I tend to look past generic vintage hype when evaluating wines; there is so much variation between

sub regions and even microclimates that it is hard to generalize.  Having said that, I tend to agree with the across the board consensus (among wine lovers, wine makers, wine critics, sommeliers, importers, distributors and retailers) that the 2012 Burgundy vintage is as good as it gets. It has it all. Fruit for days, density, volume in the mouth, structure to age for a very long time, incredible early drinkability on certain wines, site character and mouth cleansing acidity that brings it all home.

Two Absolutely Joyous Wines from a Forgotten Region - It Won't be Forgotten for Long

Everyone has personal preferences when it comes to wine, which has no bearing on any sort of quality hierarchy. Your favorite wine does not have to be considered the best wine and vice versa.

Quality in wine can be discerned by some things like length, depth, complexity, structure, etc. But notice one thing quality cannot be quantified in is pure unadulterated joy.

One of the biggest hits of the last year has been the clamor over the brilliant red and white St. Josephs

of Aurelian Chatagnier. I think that he makes one of the great Cote-Roties no one knows about and I have been trying to offer his Cote-Rotie since Fass Selections opened.  I was always told NO.. until today.

This is just a stunning wine. To get this much density, power and complexity out of 8 year old vines is damn near miraculous. It is grown on a tiny .2 hectare parcel.

Andreas Laible is certainly one of the best dry winemakers in Germany.  He has a style that is unique

- the wines have fruit but they are really driven by perhaps the best balance of any wines in Germany along with stunning minerality and remarkable expression of terroir.  They are delicious and have broad appeal but are also fascinating to drink.  Klingenberger, in my opinion, is his magnum opus; it is simply a glorious experience to drink this wine.

I always will hold a special place in my heart for Herve Murat. My first French producer visit and

also his 2010's were the first ever Fass Selections' E-Mail.  The 2010's were great, 2011 was even better even though it is perceived as a difficult vintage.  2012 is a great year in Burgundy and Herve's winemaking continues to improve.  We all got in early before Herve attained cult status in France and so we've been able to retain our reasonably-sized allocation.

The summer is usually lousy in wine retail.  For some reason, we had a really good summer so I

figured it was time for a thank you to customers for their loyalty.  So I'm offering a one time only 10% case discount if you buy more than 12 bottles in this order.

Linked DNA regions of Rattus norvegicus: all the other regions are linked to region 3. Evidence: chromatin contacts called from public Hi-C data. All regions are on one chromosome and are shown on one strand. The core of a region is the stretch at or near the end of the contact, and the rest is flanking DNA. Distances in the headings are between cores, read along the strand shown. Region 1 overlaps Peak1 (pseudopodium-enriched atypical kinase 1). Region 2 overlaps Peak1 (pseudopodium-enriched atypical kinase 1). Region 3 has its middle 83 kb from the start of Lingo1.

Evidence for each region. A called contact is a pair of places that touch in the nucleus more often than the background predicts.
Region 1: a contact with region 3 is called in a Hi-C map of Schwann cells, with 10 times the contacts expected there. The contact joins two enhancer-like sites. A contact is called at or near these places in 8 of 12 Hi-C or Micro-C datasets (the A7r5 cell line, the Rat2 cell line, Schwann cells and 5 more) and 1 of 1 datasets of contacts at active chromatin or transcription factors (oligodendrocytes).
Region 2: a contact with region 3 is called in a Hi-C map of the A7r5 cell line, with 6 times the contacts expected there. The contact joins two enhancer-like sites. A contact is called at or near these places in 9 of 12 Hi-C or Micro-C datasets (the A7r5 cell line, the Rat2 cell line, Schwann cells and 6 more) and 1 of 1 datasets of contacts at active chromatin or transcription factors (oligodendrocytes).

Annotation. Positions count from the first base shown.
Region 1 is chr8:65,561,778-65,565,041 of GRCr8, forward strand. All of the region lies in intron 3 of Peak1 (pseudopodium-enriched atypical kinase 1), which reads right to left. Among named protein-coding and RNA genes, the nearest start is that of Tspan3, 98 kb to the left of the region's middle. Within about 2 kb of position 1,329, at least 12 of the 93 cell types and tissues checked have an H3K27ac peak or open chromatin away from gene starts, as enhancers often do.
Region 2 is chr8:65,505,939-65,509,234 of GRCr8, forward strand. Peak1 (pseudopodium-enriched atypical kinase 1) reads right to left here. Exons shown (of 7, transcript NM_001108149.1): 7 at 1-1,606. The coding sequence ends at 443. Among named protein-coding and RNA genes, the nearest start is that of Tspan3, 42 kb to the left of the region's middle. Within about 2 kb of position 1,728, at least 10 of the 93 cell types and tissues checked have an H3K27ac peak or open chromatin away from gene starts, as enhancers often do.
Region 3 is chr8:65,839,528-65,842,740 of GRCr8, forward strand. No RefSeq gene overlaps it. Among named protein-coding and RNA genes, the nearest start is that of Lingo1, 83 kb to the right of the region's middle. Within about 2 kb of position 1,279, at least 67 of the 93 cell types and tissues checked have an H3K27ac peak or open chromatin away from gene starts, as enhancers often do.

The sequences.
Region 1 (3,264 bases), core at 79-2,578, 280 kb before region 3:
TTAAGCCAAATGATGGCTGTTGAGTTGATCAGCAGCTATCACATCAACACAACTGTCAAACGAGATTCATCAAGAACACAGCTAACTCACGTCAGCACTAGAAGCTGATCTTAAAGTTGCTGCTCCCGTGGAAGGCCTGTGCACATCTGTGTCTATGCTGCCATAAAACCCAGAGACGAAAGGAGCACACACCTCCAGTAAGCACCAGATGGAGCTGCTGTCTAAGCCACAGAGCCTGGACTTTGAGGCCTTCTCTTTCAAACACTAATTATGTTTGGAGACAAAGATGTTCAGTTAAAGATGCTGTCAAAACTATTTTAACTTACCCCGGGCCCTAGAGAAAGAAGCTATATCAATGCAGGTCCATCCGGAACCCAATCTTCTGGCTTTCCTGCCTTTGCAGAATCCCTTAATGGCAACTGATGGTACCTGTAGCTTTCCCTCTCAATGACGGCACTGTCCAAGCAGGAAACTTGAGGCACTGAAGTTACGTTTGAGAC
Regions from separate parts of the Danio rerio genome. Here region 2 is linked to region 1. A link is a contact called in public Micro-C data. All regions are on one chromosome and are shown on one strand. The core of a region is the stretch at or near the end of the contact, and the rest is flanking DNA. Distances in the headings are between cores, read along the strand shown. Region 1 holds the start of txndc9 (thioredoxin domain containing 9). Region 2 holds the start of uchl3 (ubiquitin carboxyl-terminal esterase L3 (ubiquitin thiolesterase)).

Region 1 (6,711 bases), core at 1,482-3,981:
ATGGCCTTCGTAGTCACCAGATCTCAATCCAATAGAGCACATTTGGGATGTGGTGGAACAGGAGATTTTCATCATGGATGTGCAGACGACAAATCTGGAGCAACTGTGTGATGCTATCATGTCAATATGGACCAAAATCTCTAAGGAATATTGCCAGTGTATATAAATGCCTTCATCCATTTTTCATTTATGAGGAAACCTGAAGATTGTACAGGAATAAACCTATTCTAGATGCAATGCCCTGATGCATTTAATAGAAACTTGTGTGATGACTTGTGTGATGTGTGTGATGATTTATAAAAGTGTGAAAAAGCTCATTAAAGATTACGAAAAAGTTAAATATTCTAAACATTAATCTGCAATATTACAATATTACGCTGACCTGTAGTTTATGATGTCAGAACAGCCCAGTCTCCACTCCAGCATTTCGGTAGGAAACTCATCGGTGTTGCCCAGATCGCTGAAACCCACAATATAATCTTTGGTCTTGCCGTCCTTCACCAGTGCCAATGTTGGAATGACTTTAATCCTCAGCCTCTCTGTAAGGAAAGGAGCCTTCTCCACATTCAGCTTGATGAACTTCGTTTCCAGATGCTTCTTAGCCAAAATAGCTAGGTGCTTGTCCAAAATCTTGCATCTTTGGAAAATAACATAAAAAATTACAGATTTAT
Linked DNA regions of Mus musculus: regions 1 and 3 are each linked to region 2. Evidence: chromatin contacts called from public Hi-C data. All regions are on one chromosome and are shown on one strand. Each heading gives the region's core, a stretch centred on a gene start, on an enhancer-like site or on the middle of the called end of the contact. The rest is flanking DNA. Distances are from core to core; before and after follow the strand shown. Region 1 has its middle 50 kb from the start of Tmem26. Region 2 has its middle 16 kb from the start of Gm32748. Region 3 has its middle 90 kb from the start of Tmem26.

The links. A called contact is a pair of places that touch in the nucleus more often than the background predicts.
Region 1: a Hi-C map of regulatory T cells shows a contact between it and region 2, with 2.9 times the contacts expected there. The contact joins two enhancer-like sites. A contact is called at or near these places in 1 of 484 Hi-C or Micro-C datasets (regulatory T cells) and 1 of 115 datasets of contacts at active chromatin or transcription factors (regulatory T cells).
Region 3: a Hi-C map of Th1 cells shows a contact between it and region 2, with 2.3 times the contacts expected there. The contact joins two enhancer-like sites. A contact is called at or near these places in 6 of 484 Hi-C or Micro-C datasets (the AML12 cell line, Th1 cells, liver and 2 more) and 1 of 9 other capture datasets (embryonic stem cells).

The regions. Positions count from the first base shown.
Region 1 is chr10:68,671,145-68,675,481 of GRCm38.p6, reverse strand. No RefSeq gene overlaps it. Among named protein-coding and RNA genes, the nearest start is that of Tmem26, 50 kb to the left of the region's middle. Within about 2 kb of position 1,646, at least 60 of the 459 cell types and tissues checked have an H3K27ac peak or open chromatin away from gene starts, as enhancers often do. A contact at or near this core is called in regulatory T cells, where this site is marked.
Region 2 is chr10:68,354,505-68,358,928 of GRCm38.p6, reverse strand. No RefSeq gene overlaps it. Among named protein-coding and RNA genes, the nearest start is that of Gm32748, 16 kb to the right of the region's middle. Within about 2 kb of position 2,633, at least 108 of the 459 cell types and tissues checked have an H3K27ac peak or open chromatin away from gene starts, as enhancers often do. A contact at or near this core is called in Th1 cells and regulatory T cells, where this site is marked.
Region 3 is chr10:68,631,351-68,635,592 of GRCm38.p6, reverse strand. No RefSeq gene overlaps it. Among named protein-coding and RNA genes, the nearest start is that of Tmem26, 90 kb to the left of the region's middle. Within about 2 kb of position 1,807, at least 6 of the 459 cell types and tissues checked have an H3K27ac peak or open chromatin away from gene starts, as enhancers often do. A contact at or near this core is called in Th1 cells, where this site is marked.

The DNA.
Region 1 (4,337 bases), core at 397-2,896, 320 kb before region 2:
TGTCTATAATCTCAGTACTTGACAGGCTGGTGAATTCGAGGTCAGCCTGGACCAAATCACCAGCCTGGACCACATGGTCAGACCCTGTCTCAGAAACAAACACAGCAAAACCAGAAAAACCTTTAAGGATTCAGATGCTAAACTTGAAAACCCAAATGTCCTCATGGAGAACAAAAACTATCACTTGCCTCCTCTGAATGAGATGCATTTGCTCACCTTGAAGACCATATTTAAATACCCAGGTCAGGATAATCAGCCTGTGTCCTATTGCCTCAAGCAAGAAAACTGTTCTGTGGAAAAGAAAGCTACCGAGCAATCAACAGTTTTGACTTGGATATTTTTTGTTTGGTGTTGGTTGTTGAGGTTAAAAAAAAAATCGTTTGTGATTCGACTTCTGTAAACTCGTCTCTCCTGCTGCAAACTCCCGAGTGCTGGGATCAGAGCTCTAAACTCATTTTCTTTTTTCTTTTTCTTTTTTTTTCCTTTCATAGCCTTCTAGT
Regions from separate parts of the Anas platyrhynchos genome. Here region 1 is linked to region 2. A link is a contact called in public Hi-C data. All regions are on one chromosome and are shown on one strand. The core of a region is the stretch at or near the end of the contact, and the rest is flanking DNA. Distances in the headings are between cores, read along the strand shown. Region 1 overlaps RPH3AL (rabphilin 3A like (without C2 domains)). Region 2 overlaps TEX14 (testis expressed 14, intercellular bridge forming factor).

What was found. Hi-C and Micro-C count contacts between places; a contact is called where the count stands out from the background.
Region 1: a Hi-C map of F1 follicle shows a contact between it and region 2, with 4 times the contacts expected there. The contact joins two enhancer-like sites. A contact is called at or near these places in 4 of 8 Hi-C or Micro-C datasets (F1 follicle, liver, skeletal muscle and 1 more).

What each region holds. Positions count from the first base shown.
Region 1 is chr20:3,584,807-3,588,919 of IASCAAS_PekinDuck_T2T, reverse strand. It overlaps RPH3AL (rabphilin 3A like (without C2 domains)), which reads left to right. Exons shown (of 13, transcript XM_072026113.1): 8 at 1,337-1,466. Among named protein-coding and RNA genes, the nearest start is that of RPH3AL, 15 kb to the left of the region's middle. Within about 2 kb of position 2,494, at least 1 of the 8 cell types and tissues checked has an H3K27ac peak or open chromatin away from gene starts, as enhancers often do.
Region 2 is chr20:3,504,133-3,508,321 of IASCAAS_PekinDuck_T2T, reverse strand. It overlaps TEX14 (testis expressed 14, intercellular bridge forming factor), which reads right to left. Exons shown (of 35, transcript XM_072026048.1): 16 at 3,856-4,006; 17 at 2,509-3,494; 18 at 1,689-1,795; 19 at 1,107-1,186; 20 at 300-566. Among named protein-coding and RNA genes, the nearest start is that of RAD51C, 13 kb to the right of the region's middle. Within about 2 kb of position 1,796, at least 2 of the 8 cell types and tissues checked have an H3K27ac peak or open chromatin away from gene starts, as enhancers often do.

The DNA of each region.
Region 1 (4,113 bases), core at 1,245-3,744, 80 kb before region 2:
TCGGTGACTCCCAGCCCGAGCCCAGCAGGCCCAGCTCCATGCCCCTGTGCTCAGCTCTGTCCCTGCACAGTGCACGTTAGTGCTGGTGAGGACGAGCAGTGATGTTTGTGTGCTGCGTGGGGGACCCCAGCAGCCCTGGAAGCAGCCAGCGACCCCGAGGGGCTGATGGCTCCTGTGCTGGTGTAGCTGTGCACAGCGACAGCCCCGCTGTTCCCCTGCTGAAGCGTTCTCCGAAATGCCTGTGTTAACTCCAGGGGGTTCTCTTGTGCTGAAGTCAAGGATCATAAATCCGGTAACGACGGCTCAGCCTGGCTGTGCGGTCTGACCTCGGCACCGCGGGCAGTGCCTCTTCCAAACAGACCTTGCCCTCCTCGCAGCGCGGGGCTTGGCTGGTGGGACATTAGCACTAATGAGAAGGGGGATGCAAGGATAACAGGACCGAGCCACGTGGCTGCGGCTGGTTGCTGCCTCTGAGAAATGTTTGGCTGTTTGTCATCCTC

These wines will all be here in mid-September (98% of them) and we'll be reaching out to you to ship wines at that point or shortly after so there's a short wait to get whatever you buy here.

Lyle: You gotta buy this wine. It's insane.

Bob: (Not His Real Name): Bored-Oh stinks and puts me to sleep

Lyle: No really, you have to try this. I never say that.

Bob: Oh fine, give me a bottle so I don't have to hear about this anymore....blahblah...blah.....

3 months later

Bob: Holy Crap.  I had that Raysse (sp) you sold me.  It was delicious.  Really, really good fruit. Great balance, really well made. Delicious.  I was shocked.

I love St. Joseph.  I've sold a lot of St. Joseph.  But as the region becomes more famous, it's getting

harder to find values (even for me).  More importantly, it's getting harder for young, talented winemakers to find affordable vineyard land.  As I've said before, and will say again, Crozes-Hermitage is the new St. Joseph. There is a new generation of young vignerons making some exciting wine in Crozes-Hermitage.

Dealing with winemakers like Florent Garaudet is a blessing and a curse.  The good thing is that his wines are all great and very inexpensive for the quality because he's young and no one (other than his Burgundian winemaker peers) has heard of him.  The bad thing is that he has many small bottlings all of which are great and I can't offer them all at once.

I had to choose two, a Puligny Montrachet, a Meursault, a Monthelie Blanc (his most famous wine) and a Bourgogne Blanc.

As I said in the previous Domaine des Beaumont e-mail, 2008 seems to be when they figured it all out

and 2010 is the vintage that put them on the map. I was very very lucky to secure three wines, including two of their best Grand Cru's. In fact I have offered now 3 vintages of their Clos de la Roche and Clos St. Denis and two vintages of the great Gevrey 1er Cru, Cherbaudes.